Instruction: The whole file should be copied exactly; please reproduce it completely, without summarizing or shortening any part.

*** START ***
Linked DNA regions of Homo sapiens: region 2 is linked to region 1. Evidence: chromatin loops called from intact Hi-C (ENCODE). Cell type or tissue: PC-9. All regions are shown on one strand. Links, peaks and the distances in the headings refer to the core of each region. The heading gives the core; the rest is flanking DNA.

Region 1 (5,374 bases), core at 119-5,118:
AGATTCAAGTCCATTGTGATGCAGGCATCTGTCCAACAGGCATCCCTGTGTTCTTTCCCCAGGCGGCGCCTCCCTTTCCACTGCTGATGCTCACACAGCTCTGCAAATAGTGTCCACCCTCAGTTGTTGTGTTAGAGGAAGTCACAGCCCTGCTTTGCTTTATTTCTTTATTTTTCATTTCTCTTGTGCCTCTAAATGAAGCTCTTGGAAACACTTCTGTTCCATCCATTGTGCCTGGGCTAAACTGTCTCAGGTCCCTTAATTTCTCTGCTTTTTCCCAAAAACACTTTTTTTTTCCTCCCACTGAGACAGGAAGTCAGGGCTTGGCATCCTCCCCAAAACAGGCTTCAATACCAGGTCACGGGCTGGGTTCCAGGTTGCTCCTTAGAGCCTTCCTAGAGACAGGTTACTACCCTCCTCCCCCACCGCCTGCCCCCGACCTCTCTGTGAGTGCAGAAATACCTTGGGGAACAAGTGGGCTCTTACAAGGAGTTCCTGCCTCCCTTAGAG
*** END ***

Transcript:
Linked DNA regions of Homo sapiens: region 2 is linked to region 1. Evidence: chromatin loops called from intact Hi-C (ENCODE). Cell type or tissue: PC-9. All regions are shown on one strand. Links, peaks and the distances in the headings refer to the core of each region. The heading gives the core; the rest is flanking DNA.

Region 1 (5,374 bases), core at 119-5,118:
AGATTCAAGTCCATTGTGATGCAGGCATCTGTCCAACAGGCATCCCTGTGTTCTTTCCCCAGGCGGCGCCTCCCTTTCCACTGCTGATGCTCACACAGCTCTGCAAATAGTGTCCACCCTCAGTTGTTGTGTTAGAGGAAGTCACAGCCCTGCTTTGCTTTATTTCTTTATTTTTCATTTCTCTTGTGCCTCTAAATGAAGCTCTTGGAAACACTTCTGTTCCATCCATTGTGCCTGGGCTAAACTGTCTCAGGTCCCTTAATTTCTCTGCTTTTTCCCAAAAACACTTTTTTTTTCCTCCCACTGAGACAGGAAGTCAGGGCTTGGCATCCTCCCCAAAACAGGCTTCAATACCAGGTCACGGGCTGGGTTCCAGGTTGCTCCTTAGAGCCTTCCTAGAGACAGGTTACTACCCTCCTCCCCCACCGCCTGCCCCCGACCTCTCTGTGAGTGCAGAAATACCTTGGGGAACAAGTGGGCTCTTACAAGGAGTTCCTGCCTCCCTTAGAG